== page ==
The famous Deltan receives the Order of British Columbia
Two years after being appointed, John Horton of Delta finally received his Order of British Columbia.
The province’s highest form of recognition was finally bestowed on Horton in a ceremony at Government House in Victoria last week.
Horton was among 31 others from 2020, 2021 to receive the award from Premier John Horgan and British Columbia Lieutenant Governor Janet Austin.
“It was very humbling because you look at all the other people who got it and listen to all the other things other people have done and wonder why I’m here,” Horton said. “It was a very nice event. We were able to interact with the other recipients. I got to know some of them and heard about the wonderful things they did.
“You couldn’t be impressed with everyone…many physicians who have achieved scientific breakthroughs right here in British Columbia. It was quite remarkable. »
When the Optimistic spoke with Horton on Monday morning, he was on the Delta lifeboat in Comox supporting the roe herring fishery.
“It’s going well. There are quite a few Delta boats here fishing,” he said. “I expect to be here supporting the boats from a safety standpoint for the rest of the season. week.”
Horton, a famous marine artist, has made significant contributions to the appreciation and safety of the coastal history of British Columbia and its waters through his paintings held in collections across Canada, designs by commemorative coins for the Canadian Mint and a lifetime of volunteer service to keep sailors safe. .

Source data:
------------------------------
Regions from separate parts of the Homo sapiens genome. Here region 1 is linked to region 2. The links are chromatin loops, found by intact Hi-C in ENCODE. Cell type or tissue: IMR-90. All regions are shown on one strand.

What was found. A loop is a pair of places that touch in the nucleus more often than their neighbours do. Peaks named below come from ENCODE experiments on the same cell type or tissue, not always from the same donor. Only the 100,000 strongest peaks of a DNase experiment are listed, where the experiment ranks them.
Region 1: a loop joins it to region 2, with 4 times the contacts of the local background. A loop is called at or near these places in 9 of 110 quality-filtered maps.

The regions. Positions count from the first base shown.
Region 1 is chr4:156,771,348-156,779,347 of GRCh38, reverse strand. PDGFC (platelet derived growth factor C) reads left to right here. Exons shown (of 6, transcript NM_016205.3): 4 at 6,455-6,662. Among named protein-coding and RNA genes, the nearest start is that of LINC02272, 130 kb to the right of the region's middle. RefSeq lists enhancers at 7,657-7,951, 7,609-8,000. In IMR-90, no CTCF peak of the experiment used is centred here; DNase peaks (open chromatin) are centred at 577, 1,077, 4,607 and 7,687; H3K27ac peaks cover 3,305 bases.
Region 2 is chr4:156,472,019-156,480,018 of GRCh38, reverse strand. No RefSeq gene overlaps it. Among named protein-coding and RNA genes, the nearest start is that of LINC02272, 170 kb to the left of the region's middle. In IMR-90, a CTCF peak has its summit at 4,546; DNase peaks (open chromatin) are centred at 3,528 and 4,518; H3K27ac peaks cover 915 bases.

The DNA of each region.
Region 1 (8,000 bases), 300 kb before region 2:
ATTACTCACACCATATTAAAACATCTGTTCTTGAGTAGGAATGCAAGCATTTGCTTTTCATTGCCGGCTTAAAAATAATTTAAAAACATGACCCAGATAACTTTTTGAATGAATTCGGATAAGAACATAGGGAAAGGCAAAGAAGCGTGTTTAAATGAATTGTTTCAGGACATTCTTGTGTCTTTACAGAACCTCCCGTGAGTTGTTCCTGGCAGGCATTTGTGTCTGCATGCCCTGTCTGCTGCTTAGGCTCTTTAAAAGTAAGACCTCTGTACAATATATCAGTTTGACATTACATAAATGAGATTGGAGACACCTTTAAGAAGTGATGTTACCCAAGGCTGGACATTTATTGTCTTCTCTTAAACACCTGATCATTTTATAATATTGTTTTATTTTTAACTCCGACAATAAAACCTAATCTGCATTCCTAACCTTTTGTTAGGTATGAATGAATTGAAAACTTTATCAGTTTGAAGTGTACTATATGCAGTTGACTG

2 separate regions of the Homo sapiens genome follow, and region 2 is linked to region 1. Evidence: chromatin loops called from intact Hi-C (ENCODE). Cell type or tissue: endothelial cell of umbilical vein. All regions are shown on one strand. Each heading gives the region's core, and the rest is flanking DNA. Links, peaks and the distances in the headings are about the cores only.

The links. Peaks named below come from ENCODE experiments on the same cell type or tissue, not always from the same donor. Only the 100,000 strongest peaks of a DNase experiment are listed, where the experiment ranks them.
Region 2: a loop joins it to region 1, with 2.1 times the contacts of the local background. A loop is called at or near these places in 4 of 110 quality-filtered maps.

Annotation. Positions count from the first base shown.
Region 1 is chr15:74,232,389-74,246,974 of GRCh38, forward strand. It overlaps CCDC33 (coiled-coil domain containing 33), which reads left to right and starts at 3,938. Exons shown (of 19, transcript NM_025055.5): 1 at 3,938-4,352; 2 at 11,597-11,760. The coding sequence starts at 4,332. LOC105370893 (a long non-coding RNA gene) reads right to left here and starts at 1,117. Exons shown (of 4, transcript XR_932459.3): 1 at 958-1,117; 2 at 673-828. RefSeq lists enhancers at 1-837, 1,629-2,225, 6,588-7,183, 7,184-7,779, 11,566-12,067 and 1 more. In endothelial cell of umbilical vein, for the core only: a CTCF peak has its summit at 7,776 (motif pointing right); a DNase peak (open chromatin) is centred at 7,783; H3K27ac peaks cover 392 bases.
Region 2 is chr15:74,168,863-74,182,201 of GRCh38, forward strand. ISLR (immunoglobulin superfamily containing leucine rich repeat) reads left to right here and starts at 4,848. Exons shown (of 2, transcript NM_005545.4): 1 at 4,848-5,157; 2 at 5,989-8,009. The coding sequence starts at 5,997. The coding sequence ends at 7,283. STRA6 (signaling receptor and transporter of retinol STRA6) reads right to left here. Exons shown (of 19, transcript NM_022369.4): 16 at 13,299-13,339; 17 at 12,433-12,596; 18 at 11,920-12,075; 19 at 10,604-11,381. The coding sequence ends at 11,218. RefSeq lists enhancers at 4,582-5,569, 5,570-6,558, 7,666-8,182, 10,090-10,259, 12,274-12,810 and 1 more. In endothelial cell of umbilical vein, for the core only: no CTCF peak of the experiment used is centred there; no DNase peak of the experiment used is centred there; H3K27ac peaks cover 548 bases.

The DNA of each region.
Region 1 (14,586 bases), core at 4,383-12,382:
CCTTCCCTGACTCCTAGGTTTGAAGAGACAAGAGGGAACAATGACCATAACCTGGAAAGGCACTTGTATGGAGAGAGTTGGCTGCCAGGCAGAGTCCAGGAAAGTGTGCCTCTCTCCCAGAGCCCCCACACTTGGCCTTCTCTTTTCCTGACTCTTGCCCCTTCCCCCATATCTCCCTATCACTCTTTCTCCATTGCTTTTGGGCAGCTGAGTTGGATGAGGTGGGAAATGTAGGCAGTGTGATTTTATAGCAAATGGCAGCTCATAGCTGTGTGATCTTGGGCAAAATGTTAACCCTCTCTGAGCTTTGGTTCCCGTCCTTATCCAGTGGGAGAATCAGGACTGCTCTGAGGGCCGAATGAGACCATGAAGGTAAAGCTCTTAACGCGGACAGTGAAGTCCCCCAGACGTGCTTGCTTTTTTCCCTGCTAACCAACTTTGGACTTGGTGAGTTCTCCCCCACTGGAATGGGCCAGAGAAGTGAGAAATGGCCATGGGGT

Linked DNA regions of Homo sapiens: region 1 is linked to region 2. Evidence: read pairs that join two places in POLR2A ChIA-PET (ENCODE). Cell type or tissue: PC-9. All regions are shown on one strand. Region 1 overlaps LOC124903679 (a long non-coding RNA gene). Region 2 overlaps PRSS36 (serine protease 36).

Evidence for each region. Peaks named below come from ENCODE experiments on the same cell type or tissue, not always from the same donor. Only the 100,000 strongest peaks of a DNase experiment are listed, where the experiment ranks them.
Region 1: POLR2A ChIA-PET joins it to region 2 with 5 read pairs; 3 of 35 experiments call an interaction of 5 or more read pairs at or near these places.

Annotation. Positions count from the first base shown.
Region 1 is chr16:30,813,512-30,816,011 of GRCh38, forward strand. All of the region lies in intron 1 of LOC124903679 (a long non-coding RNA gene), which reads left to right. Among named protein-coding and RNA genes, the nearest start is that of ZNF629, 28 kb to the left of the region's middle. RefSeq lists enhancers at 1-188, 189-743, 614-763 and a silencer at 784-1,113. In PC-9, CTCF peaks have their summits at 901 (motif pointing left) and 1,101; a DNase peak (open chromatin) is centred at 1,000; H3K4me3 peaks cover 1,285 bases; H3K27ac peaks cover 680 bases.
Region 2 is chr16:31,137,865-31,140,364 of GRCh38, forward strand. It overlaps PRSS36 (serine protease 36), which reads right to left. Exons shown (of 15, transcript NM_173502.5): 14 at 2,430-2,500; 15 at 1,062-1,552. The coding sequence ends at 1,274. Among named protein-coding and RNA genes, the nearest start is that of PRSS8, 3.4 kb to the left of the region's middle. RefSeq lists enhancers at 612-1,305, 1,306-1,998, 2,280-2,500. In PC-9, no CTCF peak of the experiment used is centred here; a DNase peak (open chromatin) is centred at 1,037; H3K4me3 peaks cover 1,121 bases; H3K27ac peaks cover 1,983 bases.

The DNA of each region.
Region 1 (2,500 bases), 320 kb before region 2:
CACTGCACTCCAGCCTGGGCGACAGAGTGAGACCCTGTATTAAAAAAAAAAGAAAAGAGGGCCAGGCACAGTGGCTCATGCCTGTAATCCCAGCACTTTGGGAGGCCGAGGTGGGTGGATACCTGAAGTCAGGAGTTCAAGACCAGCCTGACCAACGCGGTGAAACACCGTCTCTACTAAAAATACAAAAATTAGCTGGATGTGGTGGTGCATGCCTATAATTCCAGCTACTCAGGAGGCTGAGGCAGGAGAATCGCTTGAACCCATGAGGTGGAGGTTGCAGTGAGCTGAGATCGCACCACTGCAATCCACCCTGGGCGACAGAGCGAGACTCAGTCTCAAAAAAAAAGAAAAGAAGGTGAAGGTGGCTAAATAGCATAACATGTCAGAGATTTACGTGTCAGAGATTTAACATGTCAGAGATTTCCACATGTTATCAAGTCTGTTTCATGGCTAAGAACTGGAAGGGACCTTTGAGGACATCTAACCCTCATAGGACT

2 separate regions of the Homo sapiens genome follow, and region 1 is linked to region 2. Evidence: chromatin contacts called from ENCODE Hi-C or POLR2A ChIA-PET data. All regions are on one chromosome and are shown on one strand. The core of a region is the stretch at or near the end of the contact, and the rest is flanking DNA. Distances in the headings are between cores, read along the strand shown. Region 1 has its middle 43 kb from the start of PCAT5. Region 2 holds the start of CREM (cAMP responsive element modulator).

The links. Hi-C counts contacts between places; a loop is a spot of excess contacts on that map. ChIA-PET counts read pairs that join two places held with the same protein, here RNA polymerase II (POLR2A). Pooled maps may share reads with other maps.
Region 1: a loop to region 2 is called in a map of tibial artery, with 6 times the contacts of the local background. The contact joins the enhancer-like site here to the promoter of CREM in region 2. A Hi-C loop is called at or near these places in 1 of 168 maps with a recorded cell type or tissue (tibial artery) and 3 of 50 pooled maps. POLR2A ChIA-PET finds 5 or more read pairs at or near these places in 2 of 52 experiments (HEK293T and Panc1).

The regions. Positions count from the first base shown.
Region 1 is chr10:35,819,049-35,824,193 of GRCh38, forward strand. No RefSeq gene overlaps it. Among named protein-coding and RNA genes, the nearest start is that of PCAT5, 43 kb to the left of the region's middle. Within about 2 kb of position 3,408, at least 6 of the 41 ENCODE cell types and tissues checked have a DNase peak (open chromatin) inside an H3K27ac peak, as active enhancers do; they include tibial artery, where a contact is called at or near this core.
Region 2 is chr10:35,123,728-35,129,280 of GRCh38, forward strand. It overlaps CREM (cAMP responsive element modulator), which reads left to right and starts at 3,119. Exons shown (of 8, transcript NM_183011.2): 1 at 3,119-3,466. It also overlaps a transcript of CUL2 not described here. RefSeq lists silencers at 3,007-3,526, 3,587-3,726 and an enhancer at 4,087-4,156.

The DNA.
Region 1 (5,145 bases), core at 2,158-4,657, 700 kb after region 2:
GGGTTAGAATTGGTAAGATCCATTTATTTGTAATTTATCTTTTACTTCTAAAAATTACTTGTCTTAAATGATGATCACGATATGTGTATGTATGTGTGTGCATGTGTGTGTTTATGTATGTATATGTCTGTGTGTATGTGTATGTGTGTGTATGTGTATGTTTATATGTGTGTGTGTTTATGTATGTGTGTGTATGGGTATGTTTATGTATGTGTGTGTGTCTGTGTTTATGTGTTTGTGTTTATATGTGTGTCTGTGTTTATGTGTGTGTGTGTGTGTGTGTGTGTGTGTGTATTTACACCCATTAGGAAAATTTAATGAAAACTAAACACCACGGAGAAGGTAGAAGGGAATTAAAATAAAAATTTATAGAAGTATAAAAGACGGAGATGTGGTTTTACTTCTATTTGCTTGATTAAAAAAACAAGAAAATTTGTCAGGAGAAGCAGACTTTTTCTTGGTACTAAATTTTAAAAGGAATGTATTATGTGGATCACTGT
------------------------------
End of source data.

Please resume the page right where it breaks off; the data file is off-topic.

In 2019, the City of Delta presented Horton with its Delta Friends of Heritage Award. Horton has been credited with spreading awareness of Delta’s maritime heritage through art, particularly his painting Arrival at Port Guichon, which was gifted to Delta, following a year-long fundraising campaign. The painting will be on permanent display at the Doug J. Husband Discovery Center.
Equally important is his longstanding volunteer work in maritime search and rescue.
Over the years, Horton has been active with the Canadian Coast Guard Auxiliary, the Canadian Lifeboat Institution, the Royal Naval Sailing Association (BC), the Royal Canadian Sea Cadets and the Naval Officers Association of BC. He was instrumental in the development of the Lifeboat Institution and used his own vessels to respond to 600 incidents.
Since joining the Maritime Rescue Auxiliaries of Canada in 1979, he has focused on helping BC’s Aboriginal and commercial fishers and other mariners in distress. Volunteering under the auxiliary flag, he participated in the rescue of hundreds of ships in distress or disabled.
In 1988, Horton began volunteering with the Search and Rescue (SAR) service of the Canadian Lifeboat Institutes, a non-profit registered charity that provides non-governmental assistance for search and rescue in the waters. lower Fraser and Gulf of Georgia. From his base in Steveston, Horton trained volunteers to become capable crew members. Plus, he’s spent thousands of hours and his own money maintaining his 52-footer. Delta lifeboatformerly the Steveston Lifeboat. To date, nearly 900 incidents have been assisted by Horton aboard the Delta lifeboat.
In recognition of his marine artistry, he is the only Canadian artist mentioned in the late Dennis Brook-Hart’s definitive book, 20th Century Marine Painting. He is a founding member of the Canadian Society of Marine Artists and a member of the Federation of Canadian Artists, the Naval Officers Association of BC and the Honorable Company of Master Mariners. Through his art, he has supported many schools, museums, hospitals and community charities.